Grappling with Clumsy Russian

President Putin’s proposed amendments to the Russian constitution have received a lot of attention. Leaving politics aside, let’s look at the language and style of an introductory paragraph.

«Российская Федерация, объединенная тысячелетней историей, сохраняя память предков, передавших нам идеалы и веру в бога, а также преемственность развития российского государства, признает исторически сложившееся государственное единство».

Here’s my quick attempt at a translation:

“The Russian Federation, united by a thousand years of history, preserving the memory of its ancestors, who passed on to us their ideals and faith in God, as well as the continuity of the development of the Russian state, recognizes the historically formed unity of the state.”

Pretty clumsy. Here’s an alternative from

“The Russian Federation, united by a thousand-year history and in testament to the memory of its ancestors, who gave us our ideals and our faith in God as well as the continuous development of the Russian state, recognizes this historically formed governmental unit.”

Not much better! Perhaps it’s because the text we’re working with is none too elegant to begin with. In an article on Сноб, philologist Mikhail Epstein gives it a barely passing grade: “If I came across such a phrase in a school composition, it’d deserve a C- at best.” Ouch.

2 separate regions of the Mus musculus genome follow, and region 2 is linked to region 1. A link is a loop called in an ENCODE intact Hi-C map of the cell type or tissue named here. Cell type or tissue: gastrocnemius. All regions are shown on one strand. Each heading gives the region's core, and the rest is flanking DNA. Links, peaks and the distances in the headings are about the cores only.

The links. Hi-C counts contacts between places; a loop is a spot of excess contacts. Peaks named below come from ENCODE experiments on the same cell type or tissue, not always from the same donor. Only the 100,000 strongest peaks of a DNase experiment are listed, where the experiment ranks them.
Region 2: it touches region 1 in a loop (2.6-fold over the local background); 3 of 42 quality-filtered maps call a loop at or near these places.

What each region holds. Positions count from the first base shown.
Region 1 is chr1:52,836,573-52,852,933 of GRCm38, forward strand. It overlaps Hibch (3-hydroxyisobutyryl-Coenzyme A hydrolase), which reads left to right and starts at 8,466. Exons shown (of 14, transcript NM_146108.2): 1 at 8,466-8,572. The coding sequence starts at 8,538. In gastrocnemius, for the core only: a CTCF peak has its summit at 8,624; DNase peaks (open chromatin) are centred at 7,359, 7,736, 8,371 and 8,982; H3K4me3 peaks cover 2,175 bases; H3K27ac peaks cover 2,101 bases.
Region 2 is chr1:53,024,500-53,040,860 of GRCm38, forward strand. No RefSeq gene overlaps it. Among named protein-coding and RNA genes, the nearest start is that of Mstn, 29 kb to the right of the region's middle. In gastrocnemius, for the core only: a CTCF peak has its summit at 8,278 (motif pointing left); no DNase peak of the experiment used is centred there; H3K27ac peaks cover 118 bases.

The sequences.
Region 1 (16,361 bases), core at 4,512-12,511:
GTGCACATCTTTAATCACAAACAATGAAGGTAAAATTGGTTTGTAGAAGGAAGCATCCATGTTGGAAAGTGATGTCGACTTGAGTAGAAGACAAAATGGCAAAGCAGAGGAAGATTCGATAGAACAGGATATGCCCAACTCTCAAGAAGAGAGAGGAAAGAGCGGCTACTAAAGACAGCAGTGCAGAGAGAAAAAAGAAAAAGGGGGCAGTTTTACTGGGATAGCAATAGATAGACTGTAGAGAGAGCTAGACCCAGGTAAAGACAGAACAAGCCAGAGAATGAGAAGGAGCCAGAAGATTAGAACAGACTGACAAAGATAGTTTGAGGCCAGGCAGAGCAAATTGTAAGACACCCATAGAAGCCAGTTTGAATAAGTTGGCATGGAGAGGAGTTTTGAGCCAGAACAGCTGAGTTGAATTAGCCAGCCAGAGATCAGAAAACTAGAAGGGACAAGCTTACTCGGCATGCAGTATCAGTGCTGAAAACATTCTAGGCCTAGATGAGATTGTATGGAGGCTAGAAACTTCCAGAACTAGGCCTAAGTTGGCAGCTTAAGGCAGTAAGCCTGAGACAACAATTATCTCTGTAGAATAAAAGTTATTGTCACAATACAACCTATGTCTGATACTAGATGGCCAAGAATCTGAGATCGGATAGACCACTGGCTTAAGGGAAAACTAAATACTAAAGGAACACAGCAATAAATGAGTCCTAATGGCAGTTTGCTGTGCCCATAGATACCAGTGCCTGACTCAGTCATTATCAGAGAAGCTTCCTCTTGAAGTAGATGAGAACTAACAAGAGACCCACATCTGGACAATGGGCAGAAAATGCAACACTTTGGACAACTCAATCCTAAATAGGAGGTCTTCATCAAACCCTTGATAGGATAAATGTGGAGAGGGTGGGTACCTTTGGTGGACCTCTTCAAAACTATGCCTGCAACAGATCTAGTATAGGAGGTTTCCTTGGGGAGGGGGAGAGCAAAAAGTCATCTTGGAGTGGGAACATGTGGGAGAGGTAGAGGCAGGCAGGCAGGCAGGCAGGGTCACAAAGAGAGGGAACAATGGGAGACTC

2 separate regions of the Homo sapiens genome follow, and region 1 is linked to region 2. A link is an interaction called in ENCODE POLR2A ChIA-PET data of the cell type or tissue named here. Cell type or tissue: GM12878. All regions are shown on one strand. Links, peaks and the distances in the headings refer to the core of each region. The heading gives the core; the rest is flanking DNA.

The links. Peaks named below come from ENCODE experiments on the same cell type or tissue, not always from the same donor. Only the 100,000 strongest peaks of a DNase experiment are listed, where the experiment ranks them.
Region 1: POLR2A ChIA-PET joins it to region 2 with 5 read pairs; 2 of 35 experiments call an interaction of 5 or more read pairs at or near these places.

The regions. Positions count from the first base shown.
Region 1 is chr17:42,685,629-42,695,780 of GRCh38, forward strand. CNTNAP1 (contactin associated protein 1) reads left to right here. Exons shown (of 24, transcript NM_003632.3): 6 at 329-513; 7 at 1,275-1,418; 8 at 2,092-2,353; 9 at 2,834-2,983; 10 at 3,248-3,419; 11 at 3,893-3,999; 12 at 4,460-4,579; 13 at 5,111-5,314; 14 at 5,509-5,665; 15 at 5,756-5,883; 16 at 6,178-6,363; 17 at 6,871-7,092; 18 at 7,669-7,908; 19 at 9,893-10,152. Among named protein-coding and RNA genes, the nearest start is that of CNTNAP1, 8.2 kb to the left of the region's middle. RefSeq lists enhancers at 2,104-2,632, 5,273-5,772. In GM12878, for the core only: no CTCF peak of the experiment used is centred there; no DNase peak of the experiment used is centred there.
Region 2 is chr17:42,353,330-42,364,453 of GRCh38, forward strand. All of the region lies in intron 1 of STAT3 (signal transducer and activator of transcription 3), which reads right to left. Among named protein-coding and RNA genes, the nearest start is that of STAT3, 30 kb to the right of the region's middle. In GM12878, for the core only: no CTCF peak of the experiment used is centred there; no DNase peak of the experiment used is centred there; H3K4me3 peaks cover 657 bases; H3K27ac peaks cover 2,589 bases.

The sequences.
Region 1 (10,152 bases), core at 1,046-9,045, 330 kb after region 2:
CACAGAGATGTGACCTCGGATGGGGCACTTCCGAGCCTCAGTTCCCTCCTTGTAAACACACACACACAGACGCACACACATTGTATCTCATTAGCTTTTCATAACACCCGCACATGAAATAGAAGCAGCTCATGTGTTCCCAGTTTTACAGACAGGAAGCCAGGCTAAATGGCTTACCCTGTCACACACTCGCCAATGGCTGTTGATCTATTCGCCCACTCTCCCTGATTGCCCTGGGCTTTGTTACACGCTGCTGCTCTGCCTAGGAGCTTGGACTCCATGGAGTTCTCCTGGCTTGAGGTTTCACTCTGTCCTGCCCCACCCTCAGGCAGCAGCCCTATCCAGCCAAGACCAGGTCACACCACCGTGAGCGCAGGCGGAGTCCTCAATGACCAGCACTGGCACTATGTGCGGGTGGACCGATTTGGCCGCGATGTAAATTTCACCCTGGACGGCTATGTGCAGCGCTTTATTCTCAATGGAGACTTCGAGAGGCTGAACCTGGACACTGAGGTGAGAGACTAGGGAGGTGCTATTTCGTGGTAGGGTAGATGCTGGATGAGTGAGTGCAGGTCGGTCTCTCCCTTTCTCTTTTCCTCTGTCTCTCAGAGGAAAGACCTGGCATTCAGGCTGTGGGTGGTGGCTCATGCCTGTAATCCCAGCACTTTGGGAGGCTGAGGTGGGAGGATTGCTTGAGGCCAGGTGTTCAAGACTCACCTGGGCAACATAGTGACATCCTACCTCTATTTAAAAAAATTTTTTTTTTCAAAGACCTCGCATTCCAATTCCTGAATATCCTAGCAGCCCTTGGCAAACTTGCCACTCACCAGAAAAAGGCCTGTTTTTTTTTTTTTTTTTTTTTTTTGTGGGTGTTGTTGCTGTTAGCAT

Epstein highlights several problems:

  • “передавших… преемственность” – if преемственность (continuity, succession) is something that’s inherently passed on, why mention that it’s been passed on? Epstein’s biting response: “передать преемственность” — это передать передачу того, что передается в ходе передачи.” (Something like “transmitting a transmission of what’s being transmitted in the course of the transmission.”)
  • Redundant repetition of three repeated (ahem) lexical ideas: история — исторически (history – historical), государство — государственное (state as a noun, and as an adjective), объединенное — единство (united – unity). The Russian state has been “united by history in a historical unity.”
  • Overuse of participles can lead to a heavy style; here we have three participles to a single verb.

Epstein concludes: “Frozen language, frozen thought, and in all – under the guise of basis for the constitution – a verbose absurdity.”

But let’s not be too harsh on participles. Besides helping you plow through heavy bureaucrat-ese, they’ll also help you enjoy Boris Akunin, Lyudmila Ulitskaya, Pasternak and Chekhov – whoever your favorite writers are.

If you’d like to work on your participles, consider my  online course on participles.  You can try a free sample lesson, or join the Russian Grammar Library for full access to all the materials on the site – over 180 interactive videos, most with additional exercises and example sentences.

Have you ever encountered ponderous Russian that baffled you, or just tried your patience? Leave a comment below or get in touch!

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